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# Background

When doing multi-class classification, categorical cross entropy loss is used a lot. It compares the predicted label and true label and calculates the loss. In Keras with TensorFlow backend support Categorical Cross-entropy, and a variant of it: Sparse Categorical Cross-entropy. Before Keras-MXNet v2.2.2, we only support the former one. We added sparse categorical cross-entropy in Keras-MXNet v2.2.2 and a new multi-host categorical cross-entropy in v2.2.4. In this document, we will review how these losses are implemented.

# Categorical Cross Entropy:

Following is the definition of cross-entropy when the number of classes is larger than 2. Sparse Categorical Cross-entropy and multi-hot categorical cross-entropy use the same equation and should have the same output. The difference is both variants covers a subset of use cases and the implementation can be different to speed up the calculation. Following is the pseudo code of implementation in MXNet backend following the equation:

`loss = - mx.sym.sum(y_true * mx.sym.log(y_pred), axis=axis)`

Both the shape of y_true and y_pred is in (num_samples, num_classes). For example, for a 3 class classification problem:

```y_true = [[0, 0, 1],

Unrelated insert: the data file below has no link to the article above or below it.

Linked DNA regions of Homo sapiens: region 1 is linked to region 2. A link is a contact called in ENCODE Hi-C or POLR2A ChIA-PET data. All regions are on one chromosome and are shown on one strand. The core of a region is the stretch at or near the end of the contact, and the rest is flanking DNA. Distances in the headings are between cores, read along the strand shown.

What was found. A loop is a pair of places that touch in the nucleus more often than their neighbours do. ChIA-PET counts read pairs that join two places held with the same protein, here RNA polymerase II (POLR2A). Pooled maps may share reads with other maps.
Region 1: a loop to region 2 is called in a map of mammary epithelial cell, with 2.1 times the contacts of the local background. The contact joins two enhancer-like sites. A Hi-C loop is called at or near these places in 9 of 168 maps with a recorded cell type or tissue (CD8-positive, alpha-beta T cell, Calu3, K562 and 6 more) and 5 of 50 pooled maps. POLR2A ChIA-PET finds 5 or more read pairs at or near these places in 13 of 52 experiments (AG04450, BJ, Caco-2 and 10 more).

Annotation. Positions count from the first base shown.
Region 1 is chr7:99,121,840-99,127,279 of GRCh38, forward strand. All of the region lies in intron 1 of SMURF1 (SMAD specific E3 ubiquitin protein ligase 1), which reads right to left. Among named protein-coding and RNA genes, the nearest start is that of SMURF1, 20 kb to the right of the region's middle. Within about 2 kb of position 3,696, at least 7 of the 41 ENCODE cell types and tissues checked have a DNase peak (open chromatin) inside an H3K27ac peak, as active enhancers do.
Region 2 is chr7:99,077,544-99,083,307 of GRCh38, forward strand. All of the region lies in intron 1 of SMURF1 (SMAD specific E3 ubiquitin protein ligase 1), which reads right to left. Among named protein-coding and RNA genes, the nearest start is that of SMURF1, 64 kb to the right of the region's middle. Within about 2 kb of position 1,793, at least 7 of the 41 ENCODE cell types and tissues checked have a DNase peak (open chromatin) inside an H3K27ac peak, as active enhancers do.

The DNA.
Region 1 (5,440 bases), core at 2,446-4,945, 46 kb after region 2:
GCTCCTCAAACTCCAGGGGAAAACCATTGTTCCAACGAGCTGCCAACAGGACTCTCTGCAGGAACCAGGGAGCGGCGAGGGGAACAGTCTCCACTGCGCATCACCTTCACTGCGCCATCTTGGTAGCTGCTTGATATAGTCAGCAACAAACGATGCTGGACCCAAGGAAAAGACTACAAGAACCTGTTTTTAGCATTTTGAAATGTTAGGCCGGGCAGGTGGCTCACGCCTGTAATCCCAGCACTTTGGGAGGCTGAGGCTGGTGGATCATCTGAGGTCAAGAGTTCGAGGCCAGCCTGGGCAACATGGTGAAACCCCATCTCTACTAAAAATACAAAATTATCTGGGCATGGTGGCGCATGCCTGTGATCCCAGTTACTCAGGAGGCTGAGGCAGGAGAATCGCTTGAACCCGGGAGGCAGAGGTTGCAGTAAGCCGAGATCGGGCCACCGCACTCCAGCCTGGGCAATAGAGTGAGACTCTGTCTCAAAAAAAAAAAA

[1, 0, 0],
...
[0, 0, 1]]
where len(y_true) = num_samples, len(y_true) = num_classes```

y_pred is in the format of predicted probabilities of each class:

```y_pred = [[0.1, 0.1, 0.8],
[0.5, 0.2, 0.3],
...
[0.0, 0.2, 0.8]]```

# Sparse Categorical Cross Entropy

## Definition

The only difference between sparse categorical cross entropy and categorical cross entropy is the format of true labels. When we have a single-label, multi-class classification problem, the labels are mutually exclusive for each data, meaning each data entry can only belong to one class. Then we can represent y_true using one-hot embeddings.

For example, y_true with 3 samples, each belongs to class 2, 0, and 2.

```y_true = [[0, 0, 1],
[1, 0, 0],
[0, 0, 1]]```

Will become:

`y_true_one_hot = [2, 0, 2]`

## Improvements

This saves memory when the label is sparse (the number of classes is very large). Now how we can improve the speed?

When labels are mutually exclusive, in normal cross-entropy calculation, there is a lot of log/dot/sum operations applied on y_pred probabilities that will eventually be 0s. We actually don't need those operations.

Instead of doing log operations on all y_pred and then dot with y_true, we can directly pick the probability from y_pred at the index provided by y_true. Then apply log operation. No dot and sum operation is needed.

Following is the pseudo code:

```loss = mx.sym.pick(y_pred, y_true, axis=axis, keepdims=True)
loss = - mx.sym.log(loss, axis=axis)
```

## Result

This will have at around 2 times speed up when the number of classes is 1000, implementation can be found at https://github.com/awslabs/keras-apache-mxnet/pull/145

# Multi-hot Sparse Categorical Cross Entropy

## Definition

For multi-label mult-class problems, each data can belong to many classes, and in practice, the total number of classes can be very large, and the number of classes each data can belong to is relatively small. For example, total 3000 classes, and each data can belong to multiple but no mroe than 5 classes.